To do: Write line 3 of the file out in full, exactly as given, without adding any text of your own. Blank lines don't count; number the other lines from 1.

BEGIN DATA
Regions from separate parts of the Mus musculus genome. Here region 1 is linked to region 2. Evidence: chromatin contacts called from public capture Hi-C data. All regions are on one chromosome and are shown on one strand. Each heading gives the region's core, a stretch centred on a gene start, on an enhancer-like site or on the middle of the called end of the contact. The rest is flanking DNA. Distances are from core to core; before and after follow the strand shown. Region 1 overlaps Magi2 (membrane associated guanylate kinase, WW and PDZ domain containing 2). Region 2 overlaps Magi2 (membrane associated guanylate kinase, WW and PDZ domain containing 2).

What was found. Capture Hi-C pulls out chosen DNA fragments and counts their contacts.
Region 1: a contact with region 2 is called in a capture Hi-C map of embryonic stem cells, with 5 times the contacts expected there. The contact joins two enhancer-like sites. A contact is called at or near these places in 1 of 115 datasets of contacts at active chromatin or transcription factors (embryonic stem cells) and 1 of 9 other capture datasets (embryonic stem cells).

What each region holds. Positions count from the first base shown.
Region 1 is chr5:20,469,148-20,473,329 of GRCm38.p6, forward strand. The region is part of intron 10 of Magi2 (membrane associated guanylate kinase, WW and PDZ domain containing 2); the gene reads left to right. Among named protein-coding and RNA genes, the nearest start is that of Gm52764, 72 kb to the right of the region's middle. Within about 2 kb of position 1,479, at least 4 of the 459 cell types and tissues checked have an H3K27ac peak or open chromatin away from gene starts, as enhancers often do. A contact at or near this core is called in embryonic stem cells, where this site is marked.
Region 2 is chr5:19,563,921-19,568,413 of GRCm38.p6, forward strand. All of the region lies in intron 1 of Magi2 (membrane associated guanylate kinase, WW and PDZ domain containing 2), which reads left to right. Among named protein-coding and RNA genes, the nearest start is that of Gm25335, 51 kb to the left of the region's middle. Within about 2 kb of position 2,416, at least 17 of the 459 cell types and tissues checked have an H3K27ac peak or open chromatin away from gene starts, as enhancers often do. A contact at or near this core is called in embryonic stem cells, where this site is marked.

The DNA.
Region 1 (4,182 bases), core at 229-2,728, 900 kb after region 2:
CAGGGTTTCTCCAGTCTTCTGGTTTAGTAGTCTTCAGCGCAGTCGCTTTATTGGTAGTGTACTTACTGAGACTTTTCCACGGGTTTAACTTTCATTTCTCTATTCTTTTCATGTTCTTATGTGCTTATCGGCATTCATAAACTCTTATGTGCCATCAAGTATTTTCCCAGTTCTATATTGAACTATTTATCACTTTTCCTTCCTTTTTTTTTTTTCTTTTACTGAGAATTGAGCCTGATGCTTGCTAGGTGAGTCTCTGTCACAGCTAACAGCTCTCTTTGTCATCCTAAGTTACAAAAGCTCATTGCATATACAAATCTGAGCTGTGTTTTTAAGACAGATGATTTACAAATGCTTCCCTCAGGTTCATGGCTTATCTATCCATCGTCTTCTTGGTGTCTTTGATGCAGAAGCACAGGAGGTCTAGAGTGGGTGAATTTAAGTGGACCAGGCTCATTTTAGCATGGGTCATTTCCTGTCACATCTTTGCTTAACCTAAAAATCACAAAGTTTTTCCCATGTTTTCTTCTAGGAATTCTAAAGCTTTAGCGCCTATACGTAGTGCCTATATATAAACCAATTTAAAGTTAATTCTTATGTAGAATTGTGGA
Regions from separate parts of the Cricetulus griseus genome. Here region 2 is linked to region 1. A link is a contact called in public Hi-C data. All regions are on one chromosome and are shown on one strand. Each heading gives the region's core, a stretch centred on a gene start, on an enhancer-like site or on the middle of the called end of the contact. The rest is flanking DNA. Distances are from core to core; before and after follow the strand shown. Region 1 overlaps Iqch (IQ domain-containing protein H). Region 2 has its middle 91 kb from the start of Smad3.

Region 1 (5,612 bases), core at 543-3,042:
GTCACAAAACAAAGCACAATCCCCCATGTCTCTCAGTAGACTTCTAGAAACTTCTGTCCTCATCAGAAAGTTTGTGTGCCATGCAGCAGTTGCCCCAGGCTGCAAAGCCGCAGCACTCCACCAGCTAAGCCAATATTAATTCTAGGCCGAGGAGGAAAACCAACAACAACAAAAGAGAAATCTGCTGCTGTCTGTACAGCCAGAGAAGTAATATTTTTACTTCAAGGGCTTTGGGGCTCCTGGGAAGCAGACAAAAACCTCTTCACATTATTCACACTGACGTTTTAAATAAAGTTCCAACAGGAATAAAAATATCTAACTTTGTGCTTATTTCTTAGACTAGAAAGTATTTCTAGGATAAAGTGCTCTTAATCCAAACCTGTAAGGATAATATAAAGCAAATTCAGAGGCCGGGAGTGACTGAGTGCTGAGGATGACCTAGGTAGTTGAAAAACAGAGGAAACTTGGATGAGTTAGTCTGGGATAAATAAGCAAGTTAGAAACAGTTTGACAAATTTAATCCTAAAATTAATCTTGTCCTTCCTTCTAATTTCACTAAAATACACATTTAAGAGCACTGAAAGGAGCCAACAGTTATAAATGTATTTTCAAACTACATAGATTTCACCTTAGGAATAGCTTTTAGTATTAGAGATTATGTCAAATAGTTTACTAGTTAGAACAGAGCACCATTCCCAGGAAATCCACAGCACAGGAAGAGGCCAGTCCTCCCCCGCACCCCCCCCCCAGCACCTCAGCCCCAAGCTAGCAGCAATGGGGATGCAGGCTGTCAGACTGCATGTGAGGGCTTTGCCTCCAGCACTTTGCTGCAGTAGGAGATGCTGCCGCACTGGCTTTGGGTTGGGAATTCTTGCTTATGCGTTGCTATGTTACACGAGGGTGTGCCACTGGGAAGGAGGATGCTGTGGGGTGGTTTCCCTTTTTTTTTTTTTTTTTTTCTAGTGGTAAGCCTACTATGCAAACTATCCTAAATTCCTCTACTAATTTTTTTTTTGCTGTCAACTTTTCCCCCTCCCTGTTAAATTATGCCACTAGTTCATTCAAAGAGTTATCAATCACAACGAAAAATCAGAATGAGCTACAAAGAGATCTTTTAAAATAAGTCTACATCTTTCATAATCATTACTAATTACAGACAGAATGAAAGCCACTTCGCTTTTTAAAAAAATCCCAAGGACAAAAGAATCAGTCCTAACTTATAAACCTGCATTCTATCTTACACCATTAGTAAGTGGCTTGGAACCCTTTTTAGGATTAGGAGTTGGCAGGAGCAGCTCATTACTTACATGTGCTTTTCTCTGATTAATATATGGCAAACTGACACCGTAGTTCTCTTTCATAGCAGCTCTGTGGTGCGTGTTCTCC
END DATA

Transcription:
Region 1: a contact with region 2 is called in a capture Hi-C map of embryonic stem cells, with 5 times the contacts expected there. The contact joins two enhancer-like sites. A contact is called at or near these places in 1 of 115 datasets of contacts at active chromatin or transcription factors (embryonic stem cells) and 1 of 9 other capture datasets (embryonic stem cells).